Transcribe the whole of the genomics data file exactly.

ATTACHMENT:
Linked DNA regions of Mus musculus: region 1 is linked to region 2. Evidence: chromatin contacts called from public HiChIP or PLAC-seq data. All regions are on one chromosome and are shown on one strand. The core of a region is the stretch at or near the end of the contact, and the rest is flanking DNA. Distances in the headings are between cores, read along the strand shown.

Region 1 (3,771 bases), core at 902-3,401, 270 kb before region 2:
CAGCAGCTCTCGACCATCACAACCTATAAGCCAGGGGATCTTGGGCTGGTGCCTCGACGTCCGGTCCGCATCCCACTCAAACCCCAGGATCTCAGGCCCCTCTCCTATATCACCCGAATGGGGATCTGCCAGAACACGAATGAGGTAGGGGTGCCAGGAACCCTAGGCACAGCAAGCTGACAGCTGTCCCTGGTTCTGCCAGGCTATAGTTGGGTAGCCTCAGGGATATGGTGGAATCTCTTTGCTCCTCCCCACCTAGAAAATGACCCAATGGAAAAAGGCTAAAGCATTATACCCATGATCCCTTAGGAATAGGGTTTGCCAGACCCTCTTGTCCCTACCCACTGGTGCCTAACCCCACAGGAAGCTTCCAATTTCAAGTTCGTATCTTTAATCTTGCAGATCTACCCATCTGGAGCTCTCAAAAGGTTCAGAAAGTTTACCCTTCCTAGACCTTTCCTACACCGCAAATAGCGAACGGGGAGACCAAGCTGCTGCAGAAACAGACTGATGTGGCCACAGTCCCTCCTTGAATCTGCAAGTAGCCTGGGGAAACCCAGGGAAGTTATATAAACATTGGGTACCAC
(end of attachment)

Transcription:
Linked DNA regions of Mus musculus: region 1 is linked to region 2. Evidence: chromatin contacts called from public HiChIP or PLAC-seq data. All regions are on one chromosome and are shown on one strand. The core of a region is the stretch at or near the end of the contact, and the rest is flanking DNA. Distances in the headings are between cores, read along the strand shown.

Region 1 (3,771 bases), core at 902-3,401, 270 kb before region 2:
CAGCAGCTCTCGACCATCACAACCTATAAGCCAGGGGATCTTGGGCTGGTGCCTCGACGTCCGGTCCGCATCCCACTCAAACCCCAGGATCTCAGGCCCCTCTCCTATATCACCCGAATGGGGATCTGCCAGAACACGAATGAGGTAGGGGTGCCAGGAACCCTAGGCACAGCAAGCTGACAGCTGTCCCTGGTTCTGCCAGGCTATAGTTGGGTAGCCTCAGGGATATGGTGGAATCTCTTTGCTCCTCCCCACCTAGAAAATGACCCAATGGAAAAAGGCTAAAGCATTATACCCATGATCCCTTAGGAATAGGGTTTGCCAGACCCTCTTGTCCCTACCCACTGGTGCCTAACCCCACAGGAAGCTTCCAATTTCAAGTTCGTATCTTTAATCTTGCAGATCTACCCATCTGGAGCTCTCAAAAGGTTCAGAAAGTTTACCCTTCCTAGACCTTTCCTACACCGCAAATAGCGAACGGGGAGACCAAGCTGCTGCAGAAACAGACTGATGTGGCCACAGTCCCTCCTTGAATCTGCAAGTAGCCTGGGGAAACCCAGGGAAGTTATATAAACATTGGGTACCAC